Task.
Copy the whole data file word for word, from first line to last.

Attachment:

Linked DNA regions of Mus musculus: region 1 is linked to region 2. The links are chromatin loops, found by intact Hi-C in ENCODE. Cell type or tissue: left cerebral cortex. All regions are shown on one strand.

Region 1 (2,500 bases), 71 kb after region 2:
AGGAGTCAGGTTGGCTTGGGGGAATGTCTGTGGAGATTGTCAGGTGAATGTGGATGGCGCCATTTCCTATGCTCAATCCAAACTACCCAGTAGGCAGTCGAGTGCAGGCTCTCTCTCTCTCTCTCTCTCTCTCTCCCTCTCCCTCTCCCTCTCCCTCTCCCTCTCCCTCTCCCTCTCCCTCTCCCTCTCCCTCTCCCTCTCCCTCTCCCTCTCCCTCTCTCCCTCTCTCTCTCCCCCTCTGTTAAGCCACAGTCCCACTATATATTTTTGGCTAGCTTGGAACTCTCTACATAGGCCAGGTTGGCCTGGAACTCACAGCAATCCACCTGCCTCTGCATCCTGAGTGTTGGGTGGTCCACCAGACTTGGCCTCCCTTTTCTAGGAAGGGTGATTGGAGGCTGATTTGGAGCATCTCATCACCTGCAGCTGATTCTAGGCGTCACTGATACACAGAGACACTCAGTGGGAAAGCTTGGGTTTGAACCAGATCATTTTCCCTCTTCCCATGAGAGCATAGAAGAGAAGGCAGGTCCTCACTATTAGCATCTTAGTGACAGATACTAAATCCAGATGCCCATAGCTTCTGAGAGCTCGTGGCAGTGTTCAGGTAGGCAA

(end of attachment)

Linked DNA regions of Mus musculus: region 1 is linked to region 2. The links are chromatin loops, found by intact Hi-C in ENCODE. Cell type or tissue: left cerebral cortex. All regions are shown on one strand.

Region 1 (2,500 bases), 71 kb after region 2:
AGGAGTCAGGTTGGCTTGGGGGAATGTCTGTGGAGATTGTCAGGTGAATGTGGATGGCGCCATTTCCTATGCTCAATCCAAACTACCCAGTAGGCAGTCGAGTGCAGGCTCTCTCTCTCTCTCTCTCTCTCTCTCCCTCTCCCTCTCCCTCTCCCTCTCCCTCTCCCTCTCCCTCTCCCTCTCCCTCTCCCTCTCCCTCTCCCTCTCCCTCTCCCTCTCTCCCTCTCTCTCTCCCCCTCTGTTAAGCCACAGTCCCACTATATATTTTTGGCTAGCTTGGAACTCTCTACATAGGCCAGGTTGGCCTGGAACTCACAGCAATCCACCTGCCTCTGCATCCTGAGTGTTGGGTGGTCCACCAGACTTGGCCTCCCTTTTCTAGGAAGGGTGATTGGAGGCTGATTTGGAGCATCTCATCACCTGCAGCTGATTCTAGGCGTCACTGATACACAGAGACACTCAGTGGGAAAGCTTGGGTTTGAACCAGATCATTTTCCCTCTTCCCATGAGAGCATAGAAGAGAAGGCAGGTCCTCACTATTAGCATCTTAGTGACAGATACTAAATCCAGATGCCCATAGCTTCTGAGAGCTCGTGGCAGTGTTCAGGTAGGCAA